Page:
As debates rage around the league regarding which team in the Eastern Conference’s rising middle will claim the second seed, the more practical way of framing the question is really this: Which squad has the best chance of beating Cleveland in a seven-game series?
To whatever degree there’s really a valid response here – and there may not be – the answer might surprise you. Hype trains are running at full steam in Boston and Atlanta, and have combined with passionate noise from north of the border after a franchise-best season last year for Toronto. Together they’ve drowned out a group that could stand above them all, and more importantly could test the defending champs in ways the East hasn’t seen against a LeBron-led team in years.
The Charlotte Hornets aren’t sexy; Michael Jordan’s brand doesn’t seem to extend to the ownership suite. They were really bad for a number of years, eventually digging out of that hole through a combination of solid-but-not-flashy drafting and low-key savvy personnel moves.
They didn’t even draw that much attention last year, with arguably the franchise’s best season this millennium relegated to the runt end of a four-way tie for the third through six seeds and a wild first-round loss to Miami. Make no mistake though – this team was good, bordering on great.
At ninth in both cases, the Hornets were one of five teams to post top-10 marks on both the offensive and defensive ends of the floor, a common benchmark for elite teams – the others were Golden State, San Antonio, Cleveland and the L.A. Clippers. That balance was evident elsewhere: Nine Hornets saw at least 1,000 minutes on the year and five of these used at least 20 percent of team possessions while on the floor. Head coach Steve Clifford put guys like Kemba Walker and Marvin Williams in the best situations of their careers, plus got solid performances out of young guys.
Charlotte’s 2016 offseason has been productive and understated. What looked like a dangerous summer with several major contributors hitting a historically lucrative open market turned into a significant positive.
A draft-day trade for Marco Belinelli was a bit strange, but it preceded multiple A+ moves. GM Rich Cho cashed in on a modest 2015 offseason gamble, re-signing Nicolas Batum to a long term deal after betting on the franchise’s ability to retain the Frenchman after just one season in town. He inked Ramon Sessions to a team-friendly deal to back up Walker in place of departed Jeremy Lin and nabbed Summer League standout and high-ceiling big man Christian Wood.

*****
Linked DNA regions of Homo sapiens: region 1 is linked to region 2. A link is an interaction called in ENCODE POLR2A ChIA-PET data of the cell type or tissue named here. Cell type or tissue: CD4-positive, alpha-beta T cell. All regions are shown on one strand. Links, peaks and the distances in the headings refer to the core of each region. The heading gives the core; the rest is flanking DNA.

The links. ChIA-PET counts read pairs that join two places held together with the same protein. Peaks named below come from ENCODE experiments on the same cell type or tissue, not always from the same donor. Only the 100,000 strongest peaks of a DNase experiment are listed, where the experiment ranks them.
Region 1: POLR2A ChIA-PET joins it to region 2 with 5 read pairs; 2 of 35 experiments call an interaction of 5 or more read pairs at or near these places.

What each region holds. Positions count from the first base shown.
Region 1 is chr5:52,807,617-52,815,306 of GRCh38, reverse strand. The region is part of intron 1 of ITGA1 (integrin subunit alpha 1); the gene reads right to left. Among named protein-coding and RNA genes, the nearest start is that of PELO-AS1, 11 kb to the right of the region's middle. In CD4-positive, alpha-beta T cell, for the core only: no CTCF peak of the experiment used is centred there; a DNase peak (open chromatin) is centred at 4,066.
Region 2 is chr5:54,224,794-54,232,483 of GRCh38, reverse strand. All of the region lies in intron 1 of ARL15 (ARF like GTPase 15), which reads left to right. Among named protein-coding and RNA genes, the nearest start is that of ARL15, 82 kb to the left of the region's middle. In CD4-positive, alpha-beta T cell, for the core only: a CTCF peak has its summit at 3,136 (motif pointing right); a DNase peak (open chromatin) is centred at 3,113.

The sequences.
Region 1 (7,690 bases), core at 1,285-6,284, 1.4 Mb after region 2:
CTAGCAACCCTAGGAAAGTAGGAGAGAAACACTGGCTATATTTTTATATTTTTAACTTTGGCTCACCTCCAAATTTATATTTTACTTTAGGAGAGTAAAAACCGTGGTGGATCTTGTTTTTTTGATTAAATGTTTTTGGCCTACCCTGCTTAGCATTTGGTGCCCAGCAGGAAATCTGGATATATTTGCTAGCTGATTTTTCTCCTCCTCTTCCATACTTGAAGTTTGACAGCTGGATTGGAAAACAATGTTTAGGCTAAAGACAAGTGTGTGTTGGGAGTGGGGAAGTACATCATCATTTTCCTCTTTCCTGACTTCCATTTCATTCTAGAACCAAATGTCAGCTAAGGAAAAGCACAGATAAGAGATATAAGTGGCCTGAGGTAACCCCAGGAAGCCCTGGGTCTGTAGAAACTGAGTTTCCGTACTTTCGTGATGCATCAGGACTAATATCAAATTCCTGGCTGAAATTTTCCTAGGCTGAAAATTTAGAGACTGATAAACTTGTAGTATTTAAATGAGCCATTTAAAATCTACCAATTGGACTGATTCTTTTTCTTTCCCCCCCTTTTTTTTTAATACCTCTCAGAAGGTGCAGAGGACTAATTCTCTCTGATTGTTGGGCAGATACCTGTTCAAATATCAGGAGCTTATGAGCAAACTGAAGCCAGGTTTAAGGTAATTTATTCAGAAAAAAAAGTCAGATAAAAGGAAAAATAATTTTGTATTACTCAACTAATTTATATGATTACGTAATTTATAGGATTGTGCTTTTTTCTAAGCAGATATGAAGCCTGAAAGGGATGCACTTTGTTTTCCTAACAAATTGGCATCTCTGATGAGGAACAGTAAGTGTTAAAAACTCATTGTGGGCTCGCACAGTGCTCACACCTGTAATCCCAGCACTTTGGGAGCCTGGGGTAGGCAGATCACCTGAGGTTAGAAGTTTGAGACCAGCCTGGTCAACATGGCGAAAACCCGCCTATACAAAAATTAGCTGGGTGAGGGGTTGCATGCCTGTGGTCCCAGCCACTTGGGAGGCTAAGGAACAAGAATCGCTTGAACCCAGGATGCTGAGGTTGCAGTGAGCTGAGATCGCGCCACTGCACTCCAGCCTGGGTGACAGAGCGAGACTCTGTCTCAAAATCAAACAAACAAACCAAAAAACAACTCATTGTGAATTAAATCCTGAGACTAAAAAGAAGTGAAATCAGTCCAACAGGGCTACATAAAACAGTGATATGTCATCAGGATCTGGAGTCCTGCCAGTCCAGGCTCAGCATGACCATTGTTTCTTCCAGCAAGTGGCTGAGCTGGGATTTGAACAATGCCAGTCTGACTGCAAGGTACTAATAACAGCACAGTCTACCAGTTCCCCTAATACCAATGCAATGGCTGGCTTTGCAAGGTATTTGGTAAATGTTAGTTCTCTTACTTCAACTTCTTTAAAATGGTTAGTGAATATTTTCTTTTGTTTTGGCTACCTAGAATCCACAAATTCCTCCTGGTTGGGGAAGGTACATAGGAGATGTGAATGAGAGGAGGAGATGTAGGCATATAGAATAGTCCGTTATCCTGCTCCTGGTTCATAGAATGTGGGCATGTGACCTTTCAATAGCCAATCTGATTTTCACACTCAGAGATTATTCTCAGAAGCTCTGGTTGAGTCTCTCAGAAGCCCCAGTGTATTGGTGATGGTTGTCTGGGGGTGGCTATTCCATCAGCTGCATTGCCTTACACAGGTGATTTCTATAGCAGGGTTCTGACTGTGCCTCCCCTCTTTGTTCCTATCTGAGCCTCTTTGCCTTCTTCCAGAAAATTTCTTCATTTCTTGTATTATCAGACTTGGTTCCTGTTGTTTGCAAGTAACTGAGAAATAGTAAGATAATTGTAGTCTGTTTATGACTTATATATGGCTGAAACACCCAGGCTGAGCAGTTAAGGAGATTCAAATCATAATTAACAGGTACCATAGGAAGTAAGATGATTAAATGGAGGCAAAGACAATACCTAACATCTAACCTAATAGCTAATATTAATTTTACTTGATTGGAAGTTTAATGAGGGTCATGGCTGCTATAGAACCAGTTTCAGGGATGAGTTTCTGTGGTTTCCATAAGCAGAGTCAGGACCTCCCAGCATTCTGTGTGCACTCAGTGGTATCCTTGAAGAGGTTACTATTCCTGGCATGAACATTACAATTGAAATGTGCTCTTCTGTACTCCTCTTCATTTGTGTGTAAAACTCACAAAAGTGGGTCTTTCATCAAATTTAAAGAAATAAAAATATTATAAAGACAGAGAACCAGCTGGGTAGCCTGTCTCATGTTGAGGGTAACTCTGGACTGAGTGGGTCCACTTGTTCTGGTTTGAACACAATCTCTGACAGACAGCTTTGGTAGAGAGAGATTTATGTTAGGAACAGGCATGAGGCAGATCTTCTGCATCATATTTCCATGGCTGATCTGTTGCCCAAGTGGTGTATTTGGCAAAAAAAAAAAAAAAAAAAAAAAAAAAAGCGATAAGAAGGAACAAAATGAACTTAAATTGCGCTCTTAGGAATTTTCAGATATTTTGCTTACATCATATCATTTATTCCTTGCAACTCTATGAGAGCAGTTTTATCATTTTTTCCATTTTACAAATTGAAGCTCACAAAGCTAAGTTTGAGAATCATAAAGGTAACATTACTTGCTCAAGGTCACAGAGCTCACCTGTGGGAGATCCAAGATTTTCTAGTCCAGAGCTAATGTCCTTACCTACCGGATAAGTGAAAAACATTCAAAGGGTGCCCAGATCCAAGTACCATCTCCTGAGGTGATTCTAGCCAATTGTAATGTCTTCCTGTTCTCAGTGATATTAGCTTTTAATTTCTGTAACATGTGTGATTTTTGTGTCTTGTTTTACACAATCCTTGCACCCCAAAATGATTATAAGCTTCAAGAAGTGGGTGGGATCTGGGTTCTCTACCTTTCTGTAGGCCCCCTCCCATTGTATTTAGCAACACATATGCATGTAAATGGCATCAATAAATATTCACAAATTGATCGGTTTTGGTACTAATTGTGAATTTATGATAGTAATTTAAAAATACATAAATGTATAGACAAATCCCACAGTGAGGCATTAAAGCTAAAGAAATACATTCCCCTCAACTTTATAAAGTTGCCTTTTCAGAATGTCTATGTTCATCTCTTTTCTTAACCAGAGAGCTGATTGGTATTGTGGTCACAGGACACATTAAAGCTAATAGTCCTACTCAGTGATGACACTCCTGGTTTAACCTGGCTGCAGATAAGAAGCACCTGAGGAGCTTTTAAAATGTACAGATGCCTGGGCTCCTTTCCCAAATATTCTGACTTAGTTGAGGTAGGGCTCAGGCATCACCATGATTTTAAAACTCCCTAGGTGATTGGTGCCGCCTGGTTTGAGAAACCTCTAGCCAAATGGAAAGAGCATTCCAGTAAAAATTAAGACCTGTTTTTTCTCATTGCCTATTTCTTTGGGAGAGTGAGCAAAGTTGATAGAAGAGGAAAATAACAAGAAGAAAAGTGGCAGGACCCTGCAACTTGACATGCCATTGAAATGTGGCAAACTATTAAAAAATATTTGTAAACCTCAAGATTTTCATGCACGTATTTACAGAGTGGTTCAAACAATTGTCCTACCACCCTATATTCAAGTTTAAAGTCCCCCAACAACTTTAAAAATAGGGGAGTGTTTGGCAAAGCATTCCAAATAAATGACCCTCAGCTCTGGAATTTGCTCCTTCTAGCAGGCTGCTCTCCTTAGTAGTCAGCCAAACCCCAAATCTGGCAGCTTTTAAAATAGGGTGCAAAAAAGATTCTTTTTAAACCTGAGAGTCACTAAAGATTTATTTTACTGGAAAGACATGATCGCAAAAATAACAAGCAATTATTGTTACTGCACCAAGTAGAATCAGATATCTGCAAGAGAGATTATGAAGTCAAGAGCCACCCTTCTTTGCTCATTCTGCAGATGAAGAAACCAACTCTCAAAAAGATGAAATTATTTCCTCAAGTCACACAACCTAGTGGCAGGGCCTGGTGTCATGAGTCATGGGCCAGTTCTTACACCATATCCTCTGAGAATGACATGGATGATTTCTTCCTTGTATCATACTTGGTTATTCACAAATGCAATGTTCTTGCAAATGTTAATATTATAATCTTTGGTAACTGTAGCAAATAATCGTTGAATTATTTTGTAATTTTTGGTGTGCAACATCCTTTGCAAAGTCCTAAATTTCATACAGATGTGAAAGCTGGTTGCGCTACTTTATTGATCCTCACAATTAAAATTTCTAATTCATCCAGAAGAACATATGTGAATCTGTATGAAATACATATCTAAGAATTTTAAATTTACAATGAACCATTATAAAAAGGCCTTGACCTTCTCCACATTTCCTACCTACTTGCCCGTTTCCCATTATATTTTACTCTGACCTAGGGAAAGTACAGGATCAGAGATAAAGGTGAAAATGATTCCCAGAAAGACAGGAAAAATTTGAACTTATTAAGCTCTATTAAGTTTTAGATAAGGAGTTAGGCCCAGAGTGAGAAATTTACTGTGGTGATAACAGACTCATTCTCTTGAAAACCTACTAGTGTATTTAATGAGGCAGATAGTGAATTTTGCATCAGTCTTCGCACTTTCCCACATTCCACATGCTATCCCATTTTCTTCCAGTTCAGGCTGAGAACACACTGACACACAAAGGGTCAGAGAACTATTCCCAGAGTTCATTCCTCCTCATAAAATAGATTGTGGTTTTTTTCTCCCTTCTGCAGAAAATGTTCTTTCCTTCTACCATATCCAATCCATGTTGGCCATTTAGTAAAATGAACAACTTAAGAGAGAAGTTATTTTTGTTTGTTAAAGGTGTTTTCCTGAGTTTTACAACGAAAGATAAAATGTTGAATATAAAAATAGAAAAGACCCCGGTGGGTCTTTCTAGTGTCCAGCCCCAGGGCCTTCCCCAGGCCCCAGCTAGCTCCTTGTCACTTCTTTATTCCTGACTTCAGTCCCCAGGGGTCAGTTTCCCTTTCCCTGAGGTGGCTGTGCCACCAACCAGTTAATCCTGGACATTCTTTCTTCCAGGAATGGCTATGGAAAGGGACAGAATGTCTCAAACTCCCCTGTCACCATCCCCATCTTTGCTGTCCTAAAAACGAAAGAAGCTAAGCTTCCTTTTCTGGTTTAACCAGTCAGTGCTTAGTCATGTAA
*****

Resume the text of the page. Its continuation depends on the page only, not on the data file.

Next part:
His biggest coup, though, was re-signing Williams. Not only did Cho get a huge discount for a guy coming off a career year in a perfect role, but the Hornets were able to fit Williams in using his Early Bird rights – allowing them to exceed the cap while signing him and in turn leaving room for a flier on one-time Defensive Player of the Year candidate Roy Hibbert on a prove-it deal. This sort of savvy maneuvering can separate mid-market franchises from the pack.
The result is a team that’s at least 10 deep, with insurance on the roster for injuries or rough stretches and the versatility to throw a number of looks on the floor. Clifford’s base alignment likely remains Williams at the four and Zeller at the five, a spaced-out unit that poured in buckets regardless which wing played alongside Walker and Batum last year, but he can shift big in a hurry with Hibbert on the back line when Frank Kaminsky plays alongside him. The Hornets can throw a ton of length at opponents without sacrificing much shooting.
Walker is the spark plug, now heavily underpaid coming off a career year that looks more like his realistic output alongside well-fitting NBA talent than an outlier. The biggest test here will be his shooting from three, which jumped to 37 percent after hovering in the low 30s most of the rest of his career. Though there is reason to be skeptical of his higher three-point percentage, the optics are good: Kemba shot way more open and wide open threes last year than in previous seasons, per SportVU data,and his comfort level shooting was clear within a well-spaced attack.
The rest is already there if the jumper stays consistent. Walker is now on two consecutive years setting the league-wide standard for low-turnover creation among volume guards, posting an assist percentage/turnover percentage combo unmatched in the NBA both last year and the one before. Clifford’s scheme is meant to emphasize ball control, and it has clearly sunk in; there are few guards on earth who make you more comfortable with the ball in their hands.